The fog-bound harbor near the end is New Harbor, Maine. None of the coastal scenes are the Outer Banks (the setting of the novel), which has neither rocks, bluffs, nor tall pines; nor does the Outer Banks have the roughly 10 foot tides indicated by the docks shown throughout the beginning of the film. Carolina tides average about 5 feet.


Irish music group Clannad wrote the song "What Will I Do" for the film. Singer Richard Marx also composed the song "One More Time", sung by Laura Pausini, which played during the credits.


Box office[edit]

Message in a Bottle has grossed $52,880,016 in North America and $66,000,000 in other territories for a worldwide total of $118,880,016.[2]

In its opening weekend, the film grossed $18,852,976, finishing first at the box office, knocking off Payback from the top box office ($17,719,502).[2]

Critical reception[edit]

The film received negative reviews from critics. On review aggregator website Rotten Tomatoes, the film holds a 32% rating, based on 38 reviews, with an average rating of 5.2/10.[5] Metacritic reports a 39 out of 100 rating, based on 23 critics, indicating "generally unfavorable reviews".[6]

Roger Ebert of the Chicago Sun-Times gave the film 2 out of 4 stars, praising the lead actors, particularly Newman "steals every scene he's in", but criticized the contrived ending.[7] Todd McCarthy from The Hollywood Reporter called it a "dreary, lachrymose and incredibly poky tear-jerker" but conceded it had a built in audience among those who put the book on the bestseller list.[8]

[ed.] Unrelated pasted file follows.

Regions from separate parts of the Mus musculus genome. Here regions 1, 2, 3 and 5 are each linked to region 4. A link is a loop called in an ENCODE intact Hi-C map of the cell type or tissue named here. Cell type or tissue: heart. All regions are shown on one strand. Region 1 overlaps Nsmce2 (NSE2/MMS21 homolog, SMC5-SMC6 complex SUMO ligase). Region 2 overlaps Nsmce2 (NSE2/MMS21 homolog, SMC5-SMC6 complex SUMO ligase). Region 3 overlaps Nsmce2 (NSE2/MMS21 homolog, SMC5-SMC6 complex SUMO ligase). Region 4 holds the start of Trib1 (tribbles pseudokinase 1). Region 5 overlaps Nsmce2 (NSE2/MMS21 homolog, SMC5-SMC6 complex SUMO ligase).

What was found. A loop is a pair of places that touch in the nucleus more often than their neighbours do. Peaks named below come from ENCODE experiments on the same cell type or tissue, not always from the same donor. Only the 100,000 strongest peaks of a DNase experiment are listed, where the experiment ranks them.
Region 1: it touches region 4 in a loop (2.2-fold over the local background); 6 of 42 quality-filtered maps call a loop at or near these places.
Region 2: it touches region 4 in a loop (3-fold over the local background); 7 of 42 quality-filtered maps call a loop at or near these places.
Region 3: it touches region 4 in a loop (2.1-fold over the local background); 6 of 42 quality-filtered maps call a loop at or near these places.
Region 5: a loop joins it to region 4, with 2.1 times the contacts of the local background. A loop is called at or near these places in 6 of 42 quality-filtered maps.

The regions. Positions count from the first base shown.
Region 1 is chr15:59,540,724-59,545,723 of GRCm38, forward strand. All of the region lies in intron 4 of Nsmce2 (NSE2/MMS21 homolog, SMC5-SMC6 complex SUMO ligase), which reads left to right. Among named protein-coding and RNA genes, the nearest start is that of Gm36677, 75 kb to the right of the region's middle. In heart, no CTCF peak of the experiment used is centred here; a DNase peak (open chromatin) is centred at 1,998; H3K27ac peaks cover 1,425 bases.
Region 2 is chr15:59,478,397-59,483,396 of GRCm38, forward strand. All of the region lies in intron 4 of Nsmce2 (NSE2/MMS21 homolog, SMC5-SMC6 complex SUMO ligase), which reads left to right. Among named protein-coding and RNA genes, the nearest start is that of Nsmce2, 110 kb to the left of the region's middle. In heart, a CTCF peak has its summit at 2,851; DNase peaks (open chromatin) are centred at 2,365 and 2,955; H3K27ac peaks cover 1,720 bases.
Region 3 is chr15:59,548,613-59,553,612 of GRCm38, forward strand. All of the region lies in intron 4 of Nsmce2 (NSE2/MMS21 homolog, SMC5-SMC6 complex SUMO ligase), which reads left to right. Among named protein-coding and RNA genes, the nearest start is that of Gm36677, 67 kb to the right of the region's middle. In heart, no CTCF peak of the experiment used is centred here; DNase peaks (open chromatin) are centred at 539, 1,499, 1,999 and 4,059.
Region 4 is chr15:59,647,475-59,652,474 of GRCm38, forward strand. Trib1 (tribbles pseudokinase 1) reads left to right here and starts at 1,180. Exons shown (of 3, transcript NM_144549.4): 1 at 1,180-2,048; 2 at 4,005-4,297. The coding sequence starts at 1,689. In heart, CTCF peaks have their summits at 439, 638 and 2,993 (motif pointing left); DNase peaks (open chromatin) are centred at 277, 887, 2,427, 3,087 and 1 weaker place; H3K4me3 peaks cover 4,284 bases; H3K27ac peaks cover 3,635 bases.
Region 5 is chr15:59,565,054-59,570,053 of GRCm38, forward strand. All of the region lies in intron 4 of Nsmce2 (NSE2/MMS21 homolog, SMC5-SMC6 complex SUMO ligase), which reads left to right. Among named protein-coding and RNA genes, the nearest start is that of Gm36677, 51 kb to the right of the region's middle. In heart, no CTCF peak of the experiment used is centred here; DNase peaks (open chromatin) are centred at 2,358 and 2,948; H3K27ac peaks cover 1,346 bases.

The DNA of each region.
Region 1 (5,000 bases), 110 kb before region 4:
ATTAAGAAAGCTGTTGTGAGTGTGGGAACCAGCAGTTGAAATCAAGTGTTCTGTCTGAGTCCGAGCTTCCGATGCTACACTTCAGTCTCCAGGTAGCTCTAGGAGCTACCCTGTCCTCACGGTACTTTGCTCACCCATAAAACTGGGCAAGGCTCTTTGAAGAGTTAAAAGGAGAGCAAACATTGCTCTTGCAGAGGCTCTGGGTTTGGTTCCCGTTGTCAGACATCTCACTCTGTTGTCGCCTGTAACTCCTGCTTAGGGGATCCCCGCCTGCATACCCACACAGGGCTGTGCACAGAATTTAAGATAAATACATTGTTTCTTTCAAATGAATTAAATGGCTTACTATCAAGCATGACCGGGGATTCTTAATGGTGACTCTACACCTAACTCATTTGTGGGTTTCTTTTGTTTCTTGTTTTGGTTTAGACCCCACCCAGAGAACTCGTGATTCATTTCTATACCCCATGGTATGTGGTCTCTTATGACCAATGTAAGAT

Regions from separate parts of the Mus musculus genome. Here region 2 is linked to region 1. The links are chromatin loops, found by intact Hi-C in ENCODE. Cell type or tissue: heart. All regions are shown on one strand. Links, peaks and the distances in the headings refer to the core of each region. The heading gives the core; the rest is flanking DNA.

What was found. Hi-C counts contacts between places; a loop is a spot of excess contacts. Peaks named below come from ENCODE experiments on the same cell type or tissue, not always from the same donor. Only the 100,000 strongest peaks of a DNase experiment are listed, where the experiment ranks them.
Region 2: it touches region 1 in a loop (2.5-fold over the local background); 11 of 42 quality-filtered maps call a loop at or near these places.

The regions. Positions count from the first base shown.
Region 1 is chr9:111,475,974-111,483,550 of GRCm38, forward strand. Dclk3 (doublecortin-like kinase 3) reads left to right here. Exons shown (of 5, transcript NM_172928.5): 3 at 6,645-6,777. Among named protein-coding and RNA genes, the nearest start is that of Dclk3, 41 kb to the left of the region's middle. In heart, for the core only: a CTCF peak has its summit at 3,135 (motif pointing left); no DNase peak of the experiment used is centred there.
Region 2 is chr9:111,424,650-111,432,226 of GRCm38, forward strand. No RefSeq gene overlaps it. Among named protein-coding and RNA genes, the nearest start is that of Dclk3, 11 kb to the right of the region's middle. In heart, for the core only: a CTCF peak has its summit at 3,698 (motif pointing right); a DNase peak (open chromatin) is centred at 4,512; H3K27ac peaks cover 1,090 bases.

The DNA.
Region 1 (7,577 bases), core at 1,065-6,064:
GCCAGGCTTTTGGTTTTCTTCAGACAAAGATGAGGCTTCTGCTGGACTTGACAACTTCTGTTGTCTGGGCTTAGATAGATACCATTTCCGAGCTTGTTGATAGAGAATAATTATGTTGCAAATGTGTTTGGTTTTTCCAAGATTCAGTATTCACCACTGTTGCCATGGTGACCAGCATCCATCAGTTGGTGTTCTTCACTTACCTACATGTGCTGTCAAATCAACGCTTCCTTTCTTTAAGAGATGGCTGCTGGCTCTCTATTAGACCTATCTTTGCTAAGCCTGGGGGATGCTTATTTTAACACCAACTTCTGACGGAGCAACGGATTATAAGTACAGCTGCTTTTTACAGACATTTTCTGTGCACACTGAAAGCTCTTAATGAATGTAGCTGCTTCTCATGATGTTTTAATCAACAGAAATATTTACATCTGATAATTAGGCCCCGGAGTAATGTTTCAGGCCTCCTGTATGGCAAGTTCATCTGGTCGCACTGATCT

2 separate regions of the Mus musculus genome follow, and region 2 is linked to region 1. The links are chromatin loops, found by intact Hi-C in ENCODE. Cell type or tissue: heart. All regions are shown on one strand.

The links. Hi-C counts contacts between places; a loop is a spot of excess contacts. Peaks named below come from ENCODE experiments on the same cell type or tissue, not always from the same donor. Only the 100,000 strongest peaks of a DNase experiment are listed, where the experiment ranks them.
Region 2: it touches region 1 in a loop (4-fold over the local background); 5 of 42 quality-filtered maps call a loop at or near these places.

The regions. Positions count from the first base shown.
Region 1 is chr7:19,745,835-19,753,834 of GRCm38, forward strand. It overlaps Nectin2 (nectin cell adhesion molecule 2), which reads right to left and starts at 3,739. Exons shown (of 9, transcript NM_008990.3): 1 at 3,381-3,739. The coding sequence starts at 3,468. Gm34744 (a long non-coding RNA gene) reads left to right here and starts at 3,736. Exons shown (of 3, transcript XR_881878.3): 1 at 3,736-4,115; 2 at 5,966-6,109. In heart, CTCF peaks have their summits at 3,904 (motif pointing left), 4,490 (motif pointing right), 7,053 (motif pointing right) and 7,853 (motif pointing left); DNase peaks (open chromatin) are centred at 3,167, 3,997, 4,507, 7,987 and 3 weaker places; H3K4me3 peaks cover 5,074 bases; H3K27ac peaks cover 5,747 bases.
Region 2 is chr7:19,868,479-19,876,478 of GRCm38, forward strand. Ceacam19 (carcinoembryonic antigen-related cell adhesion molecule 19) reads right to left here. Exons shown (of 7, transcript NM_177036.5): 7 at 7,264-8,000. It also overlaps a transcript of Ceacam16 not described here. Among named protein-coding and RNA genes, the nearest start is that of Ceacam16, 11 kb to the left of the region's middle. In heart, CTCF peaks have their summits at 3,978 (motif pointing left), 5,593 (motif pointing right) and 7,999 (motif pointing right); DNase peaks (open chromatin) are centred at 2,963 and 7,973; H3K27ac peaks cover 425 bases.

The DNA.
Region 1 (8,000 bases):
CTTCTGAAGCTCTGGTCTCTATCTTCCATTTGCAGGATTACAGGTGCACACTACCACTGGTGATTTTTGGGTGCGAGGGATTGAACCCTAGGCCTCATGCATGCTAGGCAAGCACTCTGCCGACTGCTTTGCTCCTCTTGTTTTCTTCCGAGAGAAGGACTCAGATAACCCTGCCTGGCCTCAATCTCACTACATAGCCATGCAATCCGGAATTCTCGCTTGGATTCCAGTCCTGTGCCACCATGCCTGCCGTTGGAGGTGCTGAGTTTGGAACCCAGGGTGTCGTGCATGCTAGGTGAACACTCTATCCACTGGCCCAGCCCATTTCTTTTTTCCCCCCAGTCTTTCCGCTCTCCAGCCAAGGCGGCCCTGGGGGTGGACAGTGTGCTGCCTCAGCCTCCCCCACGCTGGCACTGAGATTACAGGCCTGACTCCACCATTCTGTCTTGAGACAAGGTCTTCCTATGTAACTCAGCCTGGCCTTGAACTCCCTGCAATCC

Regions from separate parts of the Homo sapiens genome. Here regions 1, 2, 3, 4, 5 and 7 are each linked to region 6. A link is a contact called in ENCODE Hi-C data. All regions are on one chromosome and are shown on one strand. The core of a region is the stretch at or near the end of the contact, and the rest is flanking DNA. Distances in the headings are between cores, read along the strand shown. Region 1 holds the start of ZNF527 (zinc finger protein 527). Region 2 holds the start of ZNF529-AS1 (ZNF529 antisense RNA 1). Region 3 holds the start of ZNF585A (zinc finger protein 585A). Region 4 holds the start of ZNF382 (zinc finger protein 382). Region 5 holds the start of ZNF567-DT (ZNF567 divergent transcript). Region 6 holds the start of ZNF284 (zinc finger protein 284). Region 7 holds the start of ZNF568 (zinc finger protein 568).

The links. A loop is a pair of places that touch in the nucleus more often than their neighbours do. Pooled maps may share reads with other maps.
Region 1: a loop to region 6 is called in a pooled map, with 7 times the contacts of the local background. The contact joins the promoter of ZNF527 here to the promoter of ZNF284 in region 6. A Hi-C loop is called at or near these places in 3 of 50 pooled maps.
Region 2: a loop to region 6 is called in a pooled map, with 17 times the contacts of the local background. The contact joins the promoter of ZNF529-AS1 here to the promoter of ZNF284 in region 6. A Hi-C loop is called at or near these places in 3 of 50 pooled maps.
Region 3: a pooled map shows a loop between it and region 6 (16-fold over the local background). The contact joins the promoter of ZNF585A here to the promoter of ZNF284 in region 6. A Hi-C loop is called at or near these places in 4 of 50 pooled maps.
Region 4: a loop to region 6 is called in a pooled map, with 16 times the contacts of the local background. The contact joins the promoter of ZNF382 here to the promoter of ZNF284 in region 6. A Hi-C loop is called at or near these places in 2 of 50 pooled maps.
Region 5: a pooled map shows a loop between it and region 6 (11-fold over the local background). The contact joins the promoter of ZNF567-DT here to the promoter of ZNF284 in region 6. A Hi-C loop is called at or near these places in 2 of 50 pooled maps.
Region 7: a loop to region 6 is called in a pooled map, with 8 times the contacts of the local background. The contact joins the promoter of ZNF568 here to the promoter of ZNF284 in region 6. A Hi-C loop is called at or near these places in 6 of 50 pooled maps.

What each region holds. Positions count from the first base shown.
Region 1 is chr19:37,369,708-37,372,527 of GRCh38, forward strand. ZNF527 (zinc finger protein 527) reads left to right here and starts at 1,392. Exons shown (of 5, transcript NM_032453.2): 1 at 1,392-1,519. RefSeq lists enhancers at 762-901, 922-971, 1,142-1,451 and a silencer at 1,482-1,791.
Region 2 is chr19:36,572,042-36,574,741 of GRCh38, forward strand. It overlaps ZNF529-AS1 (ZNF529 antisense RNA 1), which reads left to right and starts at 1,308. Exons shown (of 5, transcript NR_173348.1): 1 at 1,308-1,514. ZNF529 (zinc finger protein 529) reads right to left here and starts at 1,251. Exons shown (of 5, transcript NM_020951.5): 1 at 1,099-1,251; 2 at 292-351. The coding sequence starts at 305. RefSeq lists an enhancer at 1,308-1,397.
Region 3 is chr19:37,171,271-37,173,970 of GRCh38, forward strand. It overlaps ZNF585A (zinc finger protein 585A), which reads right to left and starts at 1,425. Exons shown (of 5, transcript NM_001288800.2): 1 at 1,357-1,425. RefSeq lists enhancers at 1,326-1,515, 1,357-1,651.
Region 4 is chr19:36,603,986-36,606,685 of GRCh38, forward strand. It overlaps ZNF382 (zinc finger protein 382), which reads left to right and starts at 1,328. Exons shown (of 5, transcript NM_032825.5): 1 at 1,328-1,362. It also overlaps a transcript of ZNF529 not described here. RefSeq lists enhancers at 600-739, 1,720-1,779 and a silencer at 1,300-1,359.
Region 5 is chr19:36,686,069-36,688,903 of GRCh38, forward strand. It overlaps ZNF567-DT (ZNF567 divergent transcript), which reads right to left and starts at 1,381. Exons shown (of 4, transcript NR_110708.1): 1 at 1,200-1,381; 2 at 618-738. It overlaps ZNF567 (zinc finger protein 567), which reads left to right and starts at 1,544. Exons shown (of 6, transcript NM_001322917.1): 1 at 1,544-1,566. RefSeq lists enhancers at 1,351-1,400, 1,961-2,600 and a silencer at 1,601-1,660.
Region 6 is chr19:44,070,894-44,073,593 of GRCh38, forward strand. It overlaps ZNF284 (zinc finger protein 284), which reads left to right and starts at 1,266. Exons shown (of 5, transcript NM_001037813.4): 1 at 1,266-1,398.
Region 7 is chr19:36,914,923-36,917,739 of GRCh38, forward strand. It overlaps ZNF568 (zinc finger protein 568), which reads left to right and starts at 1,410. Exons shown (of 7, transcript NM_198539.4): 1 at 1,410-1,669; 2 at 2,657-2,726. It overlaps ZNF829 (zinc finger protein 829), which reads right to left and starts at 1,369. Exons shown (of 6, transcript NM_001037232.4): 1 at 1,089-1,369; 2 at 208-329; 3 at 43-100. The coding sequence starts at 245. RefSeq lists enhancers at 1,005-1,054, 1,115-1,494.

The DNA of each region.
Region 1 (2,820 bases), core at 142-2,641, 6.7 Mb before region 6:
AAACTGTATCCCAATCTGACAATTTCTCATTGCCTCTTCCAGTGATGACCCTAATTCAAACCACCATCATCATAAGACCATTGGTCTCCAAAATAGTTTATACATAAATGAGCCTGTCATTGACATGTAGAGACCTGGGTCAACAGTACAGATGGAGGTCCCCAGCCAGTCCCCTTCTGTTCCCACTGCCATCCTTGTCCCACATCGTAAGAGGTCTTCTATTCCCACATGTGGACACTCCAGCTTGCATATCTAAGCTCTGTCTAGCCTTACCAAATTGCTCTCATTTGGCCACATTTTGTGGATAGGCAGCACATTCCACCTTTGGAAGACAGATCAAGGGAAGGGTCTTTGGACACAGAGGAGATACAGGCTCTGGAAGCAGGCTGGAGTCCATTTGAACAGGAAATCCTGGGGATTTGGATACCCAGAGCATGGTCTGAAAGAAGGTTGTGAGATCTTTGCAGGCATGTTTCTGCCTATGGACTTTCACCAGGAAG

Year Award Category Nominee(s) Result
1999 Stinkers Bad Movie Awards Worst Actor Kevin Costner Nominated
2000 Blockbuster Entertainment Awards[9][10] Favorite Actor - Drama/Romance Kevin Costner Nominated
Favorite Actress - Drama/Romance Robin Wright Nominated
Favorite Supporting Actor - Drama/Romance Paul Newman Nominated
Favorite Supporting Actress - Drama/Romance Illeana Douglas Nominated
Golden Raspberry Awards[11] Worst Actor Kevin Costner Nominated

Home media[edit]

Message in a Bottle was released on DVD on August 3, 1999.


  1. ^ "MESSAGE IN A BOTTLE (12)". British Board of Film Classification. February 23, 1999. Retrieved December 2, 2015. 
  2. ^ a b c d "Message in a Bottle (1999)". Box Office Mojo. Internet Movie Database. Retrieved December 31, 2014. 
  3. ^ "Paul Newman and Kevin Costner". Lodi News-Sentinel. 13 March 1998. Retrieved 17 May 2015. 
  4. ^ "The Outer Banks Beach House from "Message in a Bottle"". 23 July 2012. Retrieved 17 May 2015. 
  5. ^ "Message in a Bottle (1999)". Rotten Tomatoes. Flixster. Retrieved December 2, 2015. 
  6. ^ "Message in a Bottle reviews". Metacritic. CBS Interactive. Retrieved December 2, 2015. 
  7. ^ Roger Ebert (February 12, 1999). "Message In A Bottle". 
  8. ^ Todd McCarthy (February 7, 1999). "Review: 'Message in a Bottle'". 
  9. ^ "Nominees Announced for 'Sixth Annual Blockbuster Entertainment Awards(R)' To Air in June on FOX". PR Newswire. Retrieved January 12, 2014. 
  10. ^ "Blockbuster Entertainment Award winners". Variety (magazine). May 9, 2000. Retrieved May 20, 2013. 
  11. ^ Wilson, John (2000-07-12). "1999 Nominees Press Release". Retrieved April 30, 2013. 

External links[edit]